One of the key aims of Trinity is the pursuit of academic excellence. One of the most tangible demonstrations of this is the Institution of the Foundation Scholarship, an institution with a long history and high prestige at Trinity. Some of the greatest Trinity alumni like Edmund Burke, Samuel Beckett, and Mary Robinson were elected to this Scholarship. It is a distinguishing feature of student life at Trinity. The Scholarship is awarded solely based on a student’s performance in the Foundation Scholarship examinations, traditionally held in January. The scholarship continues to be the most prestigious undergraduate award in Ireland. The award has undoubtedly helped to foster long-lasting links between many outstanding graduates and the College. Scholars enjoy many benefits including Commons free of charge, rooms free of charge for up to nine months of the year and, where a student is not in receipt of outside scholarships or grants, fee remission for up to five years to the value of the EU fee level. This year, due to the effects of Covid-19, the exams will be conducted online for the first time. With this, there arises questions of practicality with regard to the fair and efficient running of the exams.
Conducting the Schols exam online has greatly reduced the administrative burden of organising and running the exams. Administrative tasks like printing and circulating the exam paper, organising and delivering the completed scripts to markers can be a time-consuming and costly process. In today’s day and age, when we all are aware of sustainability and the need to save paper, the ability to conduct the exams online reduces excessive paper production.
For international students, conducting the exams online is also convenient as they can sit the exam from the comfort of their home, anywhere across the world. The added stress or tension when attempting an exam in a large exam hall amongst thousands of students is eliminated this year. Writing the exam from home will likely be less stressful and will also save time and money without a need for one to present themselves at the exam centre. For most subjects, the pattern of the examinations themselves remains unchanged.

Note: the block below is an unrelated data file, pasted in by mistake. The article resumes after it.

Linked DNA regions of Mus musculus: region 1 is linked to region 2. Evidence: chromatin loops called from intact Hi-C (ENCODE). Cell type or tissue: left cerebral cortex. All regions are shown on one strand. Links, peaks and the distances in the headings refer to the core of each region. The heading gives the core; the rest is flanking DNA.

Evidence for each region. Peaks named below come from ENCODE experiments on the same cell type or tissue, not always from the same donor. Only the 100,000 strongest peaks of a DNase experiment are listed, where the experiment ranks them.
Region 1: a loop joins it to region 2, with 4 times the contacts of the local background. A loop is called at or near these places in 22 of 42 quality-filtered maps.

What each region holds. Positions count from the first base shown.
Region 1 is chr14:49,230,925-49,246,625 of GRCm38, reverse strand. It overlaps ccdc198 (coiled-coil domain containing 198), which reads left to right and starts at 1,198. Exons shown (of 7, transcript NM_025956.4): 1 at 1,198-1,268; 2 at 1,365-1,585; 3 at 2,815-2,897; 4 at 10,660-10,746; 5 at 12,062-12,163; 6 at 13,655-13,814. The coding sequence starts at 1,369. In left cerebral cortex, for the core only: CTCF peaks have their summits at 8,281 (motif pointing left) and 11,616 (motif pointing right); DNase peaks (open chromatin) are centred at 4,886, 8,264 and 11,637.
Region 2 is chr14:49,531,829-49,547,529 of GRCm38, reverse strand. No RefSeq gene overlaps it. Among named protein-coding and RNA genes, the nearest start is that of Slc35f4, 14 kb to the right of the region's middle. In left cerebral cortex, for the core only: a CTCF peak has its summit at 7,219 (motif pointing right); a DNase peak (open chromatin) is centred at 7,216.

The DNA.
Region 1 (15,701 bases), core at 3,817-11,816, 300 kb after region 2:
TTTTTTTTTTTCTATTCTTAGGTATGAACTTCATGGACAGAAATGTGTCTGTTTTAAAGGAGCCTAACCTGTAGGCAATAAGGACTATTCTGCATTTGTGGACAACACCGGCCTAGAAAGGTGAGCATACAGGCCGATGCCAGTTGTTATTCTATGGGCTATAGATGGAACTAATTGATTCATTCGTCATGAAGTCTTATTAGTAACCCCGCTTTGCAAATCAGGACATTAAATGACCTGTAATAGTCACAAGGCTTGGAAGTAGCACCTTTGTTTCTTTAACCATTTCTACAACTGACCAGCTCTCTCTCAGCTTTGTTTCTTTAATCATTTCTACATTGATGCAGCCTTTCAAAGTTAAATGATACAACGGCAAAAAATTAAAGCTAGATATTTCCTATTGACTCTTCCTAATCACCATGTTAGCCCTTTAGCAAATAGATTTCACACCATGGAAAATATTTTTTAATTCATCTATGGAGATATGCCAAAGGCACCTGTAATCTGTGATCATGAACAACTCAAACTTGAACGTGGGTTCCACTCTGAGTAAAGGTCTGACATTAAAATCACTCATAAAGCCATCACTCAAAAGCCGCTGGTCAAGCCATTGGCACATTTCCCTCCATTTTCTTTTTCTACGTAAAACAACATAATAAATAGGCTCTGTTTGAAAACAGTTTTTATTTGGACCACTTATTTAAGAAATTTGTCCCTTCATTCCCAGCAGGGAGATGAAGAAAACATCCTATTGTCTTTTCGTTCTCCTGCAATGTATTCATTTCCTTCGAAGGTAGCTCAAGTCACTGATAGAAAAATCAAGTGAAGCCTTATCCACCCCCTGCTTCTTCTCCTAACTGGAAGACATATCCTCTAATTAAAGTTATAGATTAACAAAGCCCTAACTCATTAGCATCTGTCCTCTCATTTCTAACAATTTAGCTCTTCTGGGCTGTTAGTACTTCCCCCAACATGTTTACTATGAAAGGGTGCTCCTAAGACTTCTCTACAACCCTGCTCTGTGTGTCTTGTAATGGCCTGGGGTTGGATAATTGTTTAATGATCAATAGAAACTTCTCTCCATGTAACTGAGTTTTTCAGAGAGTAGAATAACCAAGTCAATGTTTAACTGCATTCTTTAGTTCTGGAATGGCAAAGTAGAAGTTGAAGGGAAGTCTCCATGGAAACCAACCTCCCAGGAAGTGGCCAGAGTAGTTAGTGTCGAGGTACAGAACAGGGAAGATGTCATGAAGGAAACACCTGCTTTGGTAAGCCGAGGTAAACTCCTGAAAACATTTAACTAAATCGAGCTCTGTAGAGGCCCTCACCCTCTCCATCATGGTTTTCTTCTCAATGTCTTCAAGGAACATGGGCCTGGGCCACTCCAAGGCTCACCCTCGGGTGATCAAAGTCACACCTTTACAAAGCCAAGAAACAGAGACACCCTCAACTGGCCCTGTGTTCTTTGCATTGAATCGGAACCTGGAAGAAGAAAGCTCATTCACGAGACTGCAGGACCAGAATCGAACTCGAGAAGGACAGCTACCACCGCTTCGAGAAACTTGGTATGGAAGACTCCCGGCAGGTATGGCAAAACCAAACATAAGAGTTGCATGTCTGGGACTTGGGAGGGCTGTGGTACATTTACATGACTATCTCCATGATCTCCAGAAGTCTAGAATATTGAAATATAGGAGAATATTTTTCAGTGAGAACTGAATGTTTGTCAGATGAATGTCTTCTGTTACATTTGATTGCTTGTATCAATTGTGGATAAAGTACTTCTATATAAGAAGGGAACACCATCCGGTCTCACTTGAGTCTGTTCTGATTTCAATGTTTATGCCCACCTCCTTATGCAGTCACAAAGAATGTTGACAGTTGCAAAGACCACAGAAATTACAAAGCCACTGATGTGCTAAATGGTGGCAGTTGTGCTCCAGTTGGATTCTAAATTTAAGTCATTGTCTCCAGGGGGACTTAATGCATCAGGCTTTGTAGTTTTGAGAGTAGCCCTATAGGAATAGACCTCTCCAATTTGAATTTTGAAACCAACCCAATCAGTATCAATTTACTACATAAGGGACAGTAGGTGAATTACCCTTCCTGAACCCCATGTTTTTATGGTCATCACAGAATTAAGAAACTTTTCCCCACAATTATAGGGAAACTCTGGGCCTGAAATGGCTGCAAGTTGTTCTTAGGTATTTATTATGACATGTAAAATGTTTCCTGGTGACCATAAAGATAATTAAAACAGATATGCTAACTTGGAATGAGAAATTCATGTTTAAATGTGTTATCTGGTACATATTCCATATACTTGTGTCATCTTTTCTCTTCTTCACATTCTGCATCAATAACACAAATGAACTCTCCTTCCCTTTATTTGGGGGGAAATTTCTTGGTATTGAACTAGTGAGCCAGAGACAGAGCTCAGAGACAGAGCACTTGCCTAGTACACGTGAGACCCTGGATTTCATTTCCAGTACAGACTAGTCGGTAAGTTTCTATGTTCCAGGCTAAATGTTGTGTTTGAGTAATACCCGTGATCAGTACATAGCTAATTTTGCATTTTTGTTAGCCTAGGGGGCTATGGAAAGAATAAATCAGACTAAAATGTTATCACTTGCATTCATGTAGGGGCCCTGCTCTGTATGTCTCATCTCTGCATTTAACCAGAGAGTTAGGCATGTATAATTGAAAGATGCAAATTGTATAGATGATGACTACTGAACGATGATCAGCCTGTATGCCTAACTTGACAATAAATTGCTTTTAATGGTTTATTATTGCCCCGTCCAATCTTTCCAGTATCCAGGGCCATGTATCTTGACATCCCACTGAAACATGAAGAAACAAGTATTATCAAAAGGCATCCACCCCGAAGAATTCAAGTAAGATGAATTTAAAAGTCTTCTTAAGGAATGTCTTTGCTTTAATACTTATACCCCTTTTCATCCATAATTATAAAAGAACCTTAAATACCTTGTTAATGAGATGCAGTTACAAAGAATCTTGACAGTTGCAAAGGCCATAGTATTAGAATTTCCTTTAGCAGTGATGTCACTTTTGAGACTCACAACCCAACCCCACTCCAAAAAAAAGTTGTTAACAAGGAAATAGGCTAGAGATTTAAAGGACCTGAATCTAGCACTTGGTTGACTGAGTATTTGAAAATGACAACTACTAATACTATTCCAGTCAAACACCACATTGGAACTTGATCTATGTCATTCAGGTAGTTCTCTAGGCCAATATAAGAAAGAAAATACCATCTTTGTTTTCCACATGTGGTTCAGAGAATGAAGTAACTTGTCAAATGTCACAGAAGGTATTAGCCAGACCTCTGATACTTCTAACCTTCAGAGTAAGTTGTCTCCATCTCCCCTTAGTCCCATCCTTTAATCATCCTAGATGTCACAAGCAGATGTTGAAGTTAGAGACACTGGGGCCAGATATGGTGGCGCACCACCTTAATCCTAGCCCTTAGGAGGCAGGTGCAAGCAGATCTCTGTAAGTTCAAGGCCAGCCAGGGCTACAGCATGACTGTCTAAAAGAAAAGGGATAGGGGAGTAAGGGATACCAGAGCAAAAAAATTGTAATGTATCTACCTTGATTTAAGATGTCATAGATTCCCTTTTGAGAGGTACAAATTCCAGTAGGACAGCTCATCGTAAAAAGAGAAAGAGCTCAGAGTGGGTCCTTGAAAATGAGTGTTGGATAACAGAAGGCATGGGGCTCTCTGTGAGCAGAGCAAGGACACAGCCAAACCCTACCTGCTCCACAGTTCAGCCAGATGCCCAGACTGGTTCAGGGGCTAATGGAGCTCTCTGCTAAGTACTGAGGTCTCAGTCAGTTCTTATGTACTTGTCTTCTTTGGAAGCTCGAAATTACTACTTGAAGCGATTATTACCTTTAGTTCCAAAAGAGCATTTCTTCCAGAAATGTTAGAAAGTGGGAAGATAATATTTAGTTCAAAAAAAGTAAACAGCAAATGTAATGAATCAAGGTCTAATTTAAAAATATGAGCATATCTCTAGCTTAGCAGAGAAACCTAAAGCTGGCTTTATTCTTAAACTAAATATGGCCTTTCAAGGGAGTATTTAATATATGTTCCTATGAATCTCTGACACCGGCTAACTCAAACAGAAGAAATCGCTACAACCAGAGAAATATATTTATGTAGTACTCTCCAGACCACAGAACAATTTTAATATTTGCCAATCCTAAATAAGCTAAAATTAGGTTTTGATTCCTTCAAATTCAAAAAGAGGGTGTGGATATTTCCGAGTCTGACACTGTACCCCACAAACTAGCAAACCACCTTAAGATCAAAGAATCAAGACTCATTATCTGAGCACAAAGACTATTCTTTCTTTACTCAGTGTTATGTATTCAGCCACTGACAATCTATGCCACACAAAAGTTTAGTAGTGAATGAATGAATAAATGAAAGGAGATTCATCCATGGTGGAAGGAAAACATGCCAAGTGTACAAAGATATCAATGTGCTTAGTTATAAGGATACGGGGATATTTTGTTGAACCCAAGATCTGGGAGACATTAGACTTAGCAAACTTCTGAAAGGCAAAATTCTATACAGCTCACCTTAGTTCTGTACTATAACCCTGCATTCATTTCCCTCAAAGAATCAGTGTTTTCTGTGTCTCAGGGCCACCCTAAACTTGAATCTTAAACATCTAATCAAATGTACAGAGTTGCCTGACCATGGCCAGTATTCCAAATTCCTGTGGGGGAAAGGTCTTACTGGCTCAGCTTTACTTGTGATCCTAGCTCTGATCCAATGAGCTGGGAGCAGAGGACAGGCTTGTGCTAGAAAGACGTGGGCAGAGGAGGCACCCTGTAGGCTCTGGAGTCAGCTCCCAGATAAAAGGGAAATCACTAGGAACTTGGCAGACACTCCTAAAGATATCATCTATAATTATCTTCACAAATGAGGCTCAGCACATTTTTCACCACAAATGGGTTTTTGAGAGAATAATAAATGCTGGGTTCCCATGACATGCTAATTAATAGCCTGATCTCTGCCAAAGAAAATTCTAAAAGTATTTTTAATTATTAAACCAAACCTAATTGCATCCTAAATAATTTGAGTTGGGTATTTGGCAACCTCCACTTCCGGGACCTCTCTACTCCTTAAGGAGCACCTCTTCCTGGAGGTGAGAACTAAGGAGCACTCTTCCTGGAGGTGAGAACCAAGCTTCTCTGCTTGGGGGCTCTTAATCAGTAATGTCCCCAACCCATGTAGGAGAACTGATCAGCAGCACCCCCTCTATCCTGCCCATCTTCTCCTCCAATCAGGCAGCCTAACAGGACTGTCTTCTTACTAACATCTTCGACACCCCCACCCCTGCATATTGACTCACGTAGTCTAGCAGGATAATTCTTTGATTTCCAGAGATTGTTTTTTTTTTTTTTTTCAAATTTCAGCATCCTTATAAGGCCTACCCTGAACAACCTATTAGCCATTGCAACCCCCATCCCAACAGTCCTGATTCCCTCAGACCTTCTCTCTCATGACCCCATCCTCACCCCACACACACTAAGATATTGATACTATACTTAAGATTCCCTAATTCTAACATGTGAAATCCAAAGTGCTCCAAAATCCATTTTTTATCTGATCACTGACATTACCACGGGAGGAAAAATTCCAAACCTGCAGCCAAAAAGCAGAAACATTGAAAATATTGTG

Yet, some disadvantages to this new method of conducting the examination cannot be ignored. As the foundation scholarship is a very prestigious institution at Trinity, management must ensure that the students take the exam honestly, exactly like they would if the exam was in person. The nature of questions might also have to be twisted so that answers are not easily retrievable from the internet. As this is the first time foundation scholarship exams are being held online, several technical issues may arise. An online exam system is also more susceptible to fraud. Thus, the IT department must endeavour to set up the examination in a very secure environment to avoid such issues. On-call/immediate solutions for technical concerns could also be provided. We cannot ignore the fact that there may be some students who may not have the infrastructure or the resources to take the examination online. Thus, they may need to rent devices from the college and that may lead to a shortage in supply for devices. Thus, this situation should also be considered by the college authorities well in advance.
Generally, the foundation scholarship examination used to be conducted in the first or second week of January. But this year, as the college reopened late, the examination has been pushed towards the end of January. Also, usually, college examinations were conducted before the Christmas break, thus leaving the break for the preparation of the Schols. But this year, students may get less time to prepare for the Schols as college exams would be conducted just before it.
This year has been one like no other, and the Scholarship exams are just one of many institutions that will be forced to adapt. The move to online learning has been challenging for many, and conducting exams online adds another dimension to the unfamiliarity of the current student experience. Though there was a trial run of sorts with online exams in Hilary semester last year, those organising the scholarship exams will be well aware of the high stakes involved and the need for things to run as smoothly as possible. For those who’ve been studying ardently in preparation, they can only hope that their hard work will pay off, and that they have every chance to perform to their best despite the unprecedented nature of the exam experience.